Letters to the Editor - March 8

March 08, 2012

Cartoon on Ash Wednesday was distasteful at best

To the editor:

In talking with our family and friends about the Opinion page cartoon on Feb. 22, reactions ranged from “confusing” to “very distasteful.”

To whoever created this, whoever purchased the right to use it or gave permission to print this cartoon, we would ask this question: What is the most precious thing in your life? Could your life’s precious treasures be your marriage, your family, your faith, your talents, your home, your health? Well, take whatever your most precious life treasure is, smash it to pieces with thoughtless, unconcerned meanness and then post it at the top of your editorial page on a significant date — your anniversary, your child’s birthday, the date you moved into your home, the date you started your dream job, the date your religion holds sacred.

For Catholics, Ash Wednesday is the day for showing repentance to God and marking the beginning of Lent, a 40-day period of prayer and fasting. To those of us whose most precious treasure is our Catholic faith, seeing the cartoon posted on Ash Wednesday created an instinctive response of shock and hurt.

Whatever the intent of the artist was (and those who agreed to print it in their newspapers), the result was definitely wounding. Being persons of faith, we will hope and pray that the following quote might some day reach their consciousness: “What wisdom can you find that is greater than kindness?”

Linda Field and Nancylee Kain

Callaham was presumptuous about secret meeting

To the editor:

According to Art Callaham (Feb. 12), all county citizens who questioned the secret meeting at Fountain Head Country Club deserve an incredulous “C’mon, man” for their skepticism that some elected officials, businessmen and self-proclaimed “movers and shakers” were meeting for any reason other than the betterment of our county and its citizens.

Really? C’mon, man! How naive do you think we are?

With each questionable action by these groups comes a valuable lesson in trust, honor and resilience. We have learned that some politicians will do anything to win — even send robocalls defaming worthy opponents. Some businessmen will buy up land to sell to the county to improve their own bank accounts. And some “leaders” will skew numbers to make everything from employment to educational test scores appear better than they are. 

For Callaham to question, “… do most of you really care?” shows how easily he dismisses the interest and intelligence of Washington County citizens. It’s not as easy to fool us as it used to be.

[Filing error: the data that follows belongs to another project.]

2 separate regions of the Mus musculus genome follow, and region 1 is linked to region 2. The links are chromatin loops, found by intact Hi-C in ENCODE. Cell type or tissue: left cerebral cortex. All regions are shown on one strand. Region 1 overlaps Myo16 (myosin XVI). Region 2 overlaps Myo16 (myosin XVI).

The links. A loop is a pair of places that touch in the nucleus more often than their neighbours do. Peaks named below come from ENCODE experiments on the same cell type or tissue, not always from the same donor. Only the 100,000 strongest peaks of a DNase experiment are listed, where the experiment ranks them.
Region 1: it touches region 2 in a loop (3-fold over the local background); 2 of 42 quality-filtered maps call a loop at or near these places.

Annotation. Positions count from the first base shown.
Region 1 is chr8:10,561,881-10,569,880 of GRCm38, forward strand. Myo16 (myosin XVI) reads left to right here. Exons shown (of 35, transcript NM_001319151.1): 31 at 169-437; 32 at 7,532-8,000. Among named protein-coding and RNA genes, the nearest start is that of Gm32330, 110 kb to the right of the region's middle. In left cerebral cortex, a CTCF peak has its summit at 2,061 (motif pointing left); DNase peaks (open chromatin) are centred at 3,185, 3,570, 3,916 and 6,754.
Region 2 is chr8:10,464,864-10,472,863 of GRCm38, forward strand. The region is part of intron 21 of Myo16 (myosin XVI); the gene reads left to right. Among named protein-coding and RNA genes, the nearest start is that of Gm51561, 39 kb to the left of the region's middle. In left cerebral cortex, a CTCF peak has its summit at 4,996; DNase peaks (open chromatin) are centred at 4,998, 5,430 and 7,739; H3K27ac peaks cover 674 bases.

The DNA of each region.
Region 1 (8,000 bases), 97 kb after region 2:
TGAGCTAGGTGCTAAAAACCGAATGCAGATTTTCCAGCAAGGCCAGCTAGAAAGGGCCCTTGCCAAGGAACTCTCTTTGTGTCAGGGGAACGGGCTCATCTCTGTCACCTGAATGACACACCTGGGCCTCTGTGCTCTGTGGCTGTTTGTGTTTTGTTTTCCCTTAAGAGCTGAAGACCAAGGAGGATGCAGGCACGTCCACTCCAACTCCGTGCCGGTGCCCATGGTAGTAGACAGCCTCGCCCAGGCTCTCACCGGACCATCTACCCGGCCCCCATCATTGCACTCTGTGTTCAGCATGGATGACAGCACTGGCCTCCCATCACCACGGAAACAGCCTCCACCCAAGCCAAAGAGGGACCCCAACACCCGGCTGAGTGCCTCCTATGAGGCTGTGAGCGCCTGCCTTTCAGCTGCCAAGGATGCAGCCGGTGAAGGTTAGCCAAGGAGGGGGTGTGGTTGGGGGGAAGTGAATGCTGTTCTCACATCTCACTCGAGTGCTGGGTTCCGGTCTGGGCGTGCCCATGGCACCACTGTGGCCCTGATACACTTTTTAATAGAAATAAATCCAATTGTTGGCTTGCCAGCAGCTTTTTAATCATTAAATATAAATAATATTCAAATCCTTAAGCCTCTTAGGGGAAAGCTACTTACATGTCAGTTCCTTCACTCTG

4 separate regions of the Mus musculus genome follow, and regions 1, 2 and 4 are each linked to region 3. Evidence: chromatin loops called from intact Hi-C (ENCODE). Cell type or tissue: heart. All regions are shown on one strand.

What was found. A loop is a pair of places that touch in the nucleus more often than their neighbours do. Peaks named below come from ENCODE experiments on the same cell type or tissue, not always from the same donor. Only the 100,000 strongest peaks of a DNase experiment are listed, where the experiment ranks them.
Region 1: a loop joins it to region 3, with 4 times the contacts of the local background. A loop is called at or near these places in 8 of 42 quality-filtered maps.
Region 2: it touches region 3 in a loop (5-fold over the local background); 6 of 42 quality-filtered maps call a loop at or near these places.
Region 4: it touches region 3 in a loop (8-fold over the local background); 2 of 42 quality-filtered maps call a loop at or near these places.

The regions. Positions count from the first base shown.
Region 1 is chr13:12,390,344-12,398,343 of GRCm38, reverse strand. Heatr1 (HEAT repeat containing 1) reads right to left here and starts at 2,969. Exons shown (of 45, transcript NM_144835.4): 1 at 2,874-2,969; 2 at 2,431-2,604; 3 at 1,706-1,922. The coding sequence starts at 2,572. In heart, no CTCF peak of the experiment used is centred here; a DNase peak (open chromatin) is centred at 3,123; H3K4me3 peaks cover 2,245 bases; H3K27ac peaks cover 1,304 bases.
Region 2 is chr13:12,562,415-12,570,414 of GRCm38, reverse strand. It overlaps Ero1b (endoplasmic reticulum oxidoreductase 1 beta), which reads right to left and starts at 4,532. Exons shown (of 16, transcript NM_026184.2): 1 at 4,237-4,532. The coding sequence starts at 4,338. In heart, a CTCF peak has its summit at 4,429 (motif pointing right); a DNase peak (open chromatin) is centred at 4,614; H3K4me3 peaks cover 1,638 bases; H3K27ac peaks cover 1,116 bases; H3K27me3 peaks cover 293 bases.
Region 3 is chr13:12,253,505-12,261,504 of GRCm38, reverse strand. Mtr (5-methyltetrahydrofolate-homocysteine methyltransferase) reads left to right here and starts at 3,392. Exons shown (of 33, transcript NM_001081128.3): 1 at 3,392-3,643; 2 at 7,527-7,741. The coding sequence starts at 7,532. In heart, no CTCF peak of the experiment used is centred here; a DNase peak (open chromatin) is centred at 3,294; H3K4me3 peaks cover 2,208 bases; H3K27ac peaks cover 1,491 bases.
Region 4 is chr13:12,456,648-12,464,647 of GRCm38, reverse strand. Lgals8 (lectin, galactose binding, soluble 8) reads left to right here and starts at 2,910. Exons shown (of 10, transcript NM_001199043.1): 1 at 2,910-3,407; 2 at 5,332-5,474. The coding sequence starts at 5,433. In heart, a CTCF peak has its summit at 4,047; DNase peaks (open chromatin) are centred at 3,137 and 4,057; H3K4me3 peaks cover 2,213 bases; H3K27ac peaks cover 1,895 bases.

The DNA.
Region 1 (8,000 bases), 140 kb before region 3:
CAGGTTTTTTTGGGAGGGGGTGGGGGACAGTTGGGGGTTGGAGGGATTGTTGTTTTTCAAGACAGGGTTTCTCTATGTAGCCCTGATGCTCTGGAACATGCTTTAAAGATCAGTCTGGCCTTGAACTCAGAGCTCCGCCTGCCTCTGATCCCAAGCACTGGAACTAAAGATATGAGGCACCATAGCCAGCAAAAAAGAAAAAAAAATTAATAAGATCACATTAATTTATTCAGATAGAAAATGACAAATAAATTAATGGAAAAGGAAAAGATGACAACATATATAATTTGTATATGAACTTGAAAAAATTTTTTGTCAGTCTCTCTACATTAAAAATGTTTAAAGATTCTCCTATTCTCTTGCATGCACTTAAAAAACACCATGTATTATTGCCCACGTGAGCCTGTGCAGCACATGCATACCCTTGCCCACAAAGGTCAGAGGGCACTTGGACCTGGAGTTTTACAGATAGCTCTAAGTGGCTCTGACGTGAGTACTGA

Attendees were assured anonymity (or secrecy, according to the thesaurus). Apparently, the secret leaked out when some of those invited saw an issue with the subject matter of the meeting and the “closed” guest list. Pushing aside honesty, civility and openness is no longer a practice that will be acceptable.

Callaham was presumptuous in stating “… nothing was set …” Well, I hope not. How would they have the power to set a policy for the county without citizen involvement? Is there any question that they do not have that power? And to think that not being invited would cause “bruised egos” again shows how presumptuous Callaham is. I know of no one who wishes he or she were invited. Perhaps some who were invited wished they weren’t.

If “no elected official voiced support,” how is it possible that “… each of the people in the meeting seemed to support …” the issues? Callaham would have done better to ignore this issue instead of trying to defend an indefensible event. 

Karen J. Harshman

Not everyone is in favor of Civil War Rail Trail

To the editor:

Marguerite Klein of Rohrersville wrote in her Feb. 5 letter “about two-thirds of Washington County adults are overweight or obese, a common finding in rural communities. All Washington County citizens could greatly benefit from the trail — jobs, business and health.”

Thomas Perry of Williamsport gives kudos to Klein and Tim Rowland for their informed endorsement of the Civil War Rail Trail. Winslow T. Wheeler of Hagerstown counts himself as one of the citizens who helped the originators of the Civil War Rail Trail.

As to aiding health, here’s the dope on what carries weight. The rail trail would be an eyesore to anyone wanting a bed and breakfast in the neighborhood. Fat chance for them wanting to go out on a limb for the business.

Also, I don’t get why it would be called Civil War Rail Trail. Don’t use the waters of that war to embellish. Appreciate the ground you walk on and let well enough alone.

Sylvia M. Bealer

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